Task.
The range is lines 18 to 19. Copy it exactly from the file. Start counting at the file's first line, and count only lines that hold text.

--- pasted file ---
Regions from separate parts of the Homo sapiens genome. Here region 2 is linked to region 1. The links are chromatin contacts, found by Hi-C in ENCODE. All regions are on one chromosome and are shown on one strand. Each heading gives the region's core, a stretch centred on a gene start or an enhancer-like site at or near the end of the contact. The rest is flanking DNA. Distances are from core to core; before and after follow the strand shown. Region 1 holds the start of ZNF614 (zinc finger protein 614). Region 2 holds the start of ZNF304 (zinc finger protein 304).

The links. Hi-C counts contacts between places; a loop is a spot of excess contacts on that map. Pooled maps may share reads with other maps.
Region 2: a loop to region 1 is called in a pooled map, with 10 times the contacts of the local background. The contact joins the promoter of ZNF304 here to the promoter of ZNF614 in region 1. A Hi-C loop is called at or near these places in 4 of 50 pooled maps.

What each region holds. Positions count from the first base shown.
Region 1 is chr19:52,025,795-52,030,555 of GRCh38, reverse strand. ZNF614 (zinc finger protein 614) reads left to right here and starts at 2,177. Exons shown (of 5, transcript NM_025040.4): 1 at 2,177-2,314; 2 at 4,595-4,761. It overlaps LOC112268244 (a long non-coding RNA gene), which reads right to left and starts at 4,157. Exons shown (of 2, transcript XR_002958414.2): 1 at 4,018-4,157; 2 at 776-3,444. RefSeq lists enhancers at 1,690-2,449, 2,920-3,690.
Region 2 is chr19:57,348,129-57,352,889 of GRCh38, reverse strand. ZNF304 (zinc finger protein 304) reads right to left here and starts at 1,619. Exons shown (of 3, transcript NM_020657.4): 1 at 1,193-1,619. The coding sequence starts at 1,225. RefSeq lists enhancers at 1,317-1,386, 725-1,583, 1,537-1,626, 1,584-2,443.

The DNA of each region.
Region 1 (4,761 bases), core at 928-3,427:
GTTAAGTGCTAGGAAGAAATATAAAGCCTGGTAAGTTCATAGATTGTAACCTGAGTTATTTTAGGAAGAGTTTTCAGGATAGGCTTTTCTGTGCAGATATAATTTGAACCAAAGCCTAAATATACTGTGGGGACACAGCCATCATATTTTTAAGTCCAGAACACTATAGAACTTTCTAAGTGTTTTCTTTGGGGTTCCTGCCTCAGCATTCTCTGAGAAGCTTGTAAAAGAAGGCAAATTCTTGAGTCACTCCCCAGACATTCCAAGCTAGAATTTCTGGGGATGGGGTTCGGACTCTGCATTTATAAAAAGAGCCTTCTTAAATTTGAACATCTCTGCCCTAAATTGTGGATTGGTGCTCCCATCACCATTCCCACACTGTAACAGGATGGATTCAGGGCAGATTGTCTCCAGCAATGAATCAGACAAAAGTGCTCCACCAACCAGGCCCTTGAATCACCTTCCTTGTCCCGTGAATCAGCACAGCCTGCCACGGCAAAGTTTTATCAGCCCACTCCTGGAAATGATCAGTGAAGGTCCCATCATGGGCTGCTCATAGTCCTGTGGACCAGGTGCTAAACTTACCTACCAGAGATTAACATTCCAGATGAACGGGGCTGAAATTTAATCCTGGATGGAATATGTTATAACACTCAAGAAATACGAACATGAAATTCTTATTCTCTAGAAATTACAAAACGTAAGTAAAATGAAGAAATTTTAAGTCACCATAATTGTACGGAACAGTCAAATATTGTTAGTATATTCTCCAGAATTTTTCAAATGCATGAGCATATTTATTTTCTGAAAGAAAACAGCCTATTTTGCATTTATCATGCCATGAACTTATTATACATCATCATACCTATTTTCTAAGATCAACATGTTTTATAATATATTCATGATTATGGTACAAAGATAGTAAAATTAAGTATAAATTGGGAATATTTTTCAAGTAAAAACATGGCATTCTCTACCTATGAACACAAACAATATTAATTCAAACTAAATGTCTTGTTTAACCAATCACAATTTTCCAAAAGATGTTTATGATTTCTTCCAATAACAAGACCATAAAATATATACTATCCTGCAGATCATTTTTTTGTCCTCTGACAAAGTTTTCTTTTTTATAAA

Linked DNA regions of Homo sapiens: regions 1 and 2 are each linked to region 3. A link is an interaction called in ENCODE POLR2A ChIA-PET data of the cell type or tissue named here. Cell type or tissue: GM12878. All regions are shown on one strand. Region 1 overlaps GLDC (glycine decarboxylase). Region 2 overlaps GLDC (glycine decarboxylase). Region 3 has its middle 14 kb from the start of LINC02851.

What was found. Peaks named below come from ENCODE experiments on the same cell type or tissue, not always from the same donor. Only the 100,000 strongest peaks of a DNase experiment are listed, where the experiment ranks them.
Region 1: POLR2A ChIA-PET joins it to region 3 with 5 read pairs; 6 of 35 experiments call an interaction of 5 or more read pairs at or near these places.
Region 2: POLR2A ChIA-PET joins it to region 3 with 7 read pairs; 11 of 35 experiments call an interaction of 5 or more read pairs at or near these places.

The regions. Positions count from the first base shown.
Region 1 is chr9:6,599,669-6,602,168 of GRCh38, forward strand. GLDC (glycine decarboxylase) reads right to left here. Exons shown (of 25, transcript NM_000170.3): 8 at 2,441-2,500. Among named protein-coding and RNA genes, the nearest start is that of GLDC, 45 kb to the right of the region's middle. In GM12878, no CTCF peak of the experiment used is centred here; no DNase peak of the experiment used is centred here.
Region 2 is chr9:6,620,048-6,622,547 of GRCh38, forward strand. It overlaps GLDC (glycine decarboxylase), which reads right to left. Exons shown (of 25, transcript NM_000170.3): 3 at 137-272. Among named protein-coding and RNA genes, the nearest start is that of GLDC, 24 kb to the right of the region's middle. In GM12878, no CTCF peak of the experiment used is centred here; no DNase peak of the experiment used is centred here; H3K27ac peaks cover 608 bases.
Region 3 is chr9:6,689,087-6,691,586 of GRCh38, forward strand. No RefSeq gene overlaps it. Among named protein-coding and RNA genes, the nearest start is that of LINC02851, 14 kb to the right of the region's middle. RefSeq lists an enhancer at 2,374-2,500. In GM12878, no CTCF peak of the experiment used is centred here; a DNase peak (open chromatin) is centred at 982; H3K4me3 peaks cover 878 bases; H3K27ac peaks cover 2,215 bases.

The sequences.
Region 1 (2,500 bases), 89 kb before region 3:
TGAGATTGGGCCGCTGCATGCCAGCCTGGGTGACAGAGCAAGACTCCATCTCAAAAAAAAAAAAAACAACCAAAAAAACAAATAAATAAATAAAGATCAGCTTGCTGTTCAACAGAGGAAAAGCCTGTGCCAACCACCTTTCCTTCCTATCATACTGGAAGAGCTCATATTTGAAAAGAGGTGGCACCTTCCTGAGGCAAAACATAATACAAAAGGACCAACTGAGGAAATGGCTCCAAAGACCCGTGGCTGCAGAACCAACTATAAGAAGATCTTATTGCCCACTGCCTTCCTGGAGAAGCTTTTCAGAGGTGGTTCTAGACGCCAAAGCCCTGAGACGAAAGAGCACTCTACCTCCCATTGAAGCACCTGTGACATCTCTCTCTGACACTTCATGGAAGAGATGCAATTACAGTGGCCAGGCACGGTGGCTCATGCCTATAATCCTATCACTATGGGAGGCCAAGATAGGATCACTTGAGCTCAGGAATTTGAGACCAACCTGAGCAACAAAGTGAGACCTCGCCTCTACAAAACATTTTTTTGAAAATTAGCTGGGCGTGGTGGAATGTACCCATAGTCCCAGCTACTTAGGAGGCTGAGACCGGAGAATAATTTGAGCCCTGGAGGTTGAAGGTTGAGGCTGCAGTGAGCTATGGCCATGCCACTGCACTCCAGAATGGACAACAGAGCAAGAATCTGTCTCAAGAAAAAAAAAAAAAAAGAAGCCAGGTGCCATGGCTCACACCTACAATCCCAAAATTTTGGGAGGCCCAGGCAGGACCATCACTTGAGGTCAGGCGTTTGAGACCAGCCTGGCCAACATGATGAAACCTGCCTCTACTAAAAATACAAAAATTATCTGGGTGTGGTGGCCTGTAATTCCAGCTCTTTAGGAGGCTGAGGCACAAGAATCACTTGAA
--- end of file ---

The sequences.
Region 1 (2,500 bases), 89 kb before region 3: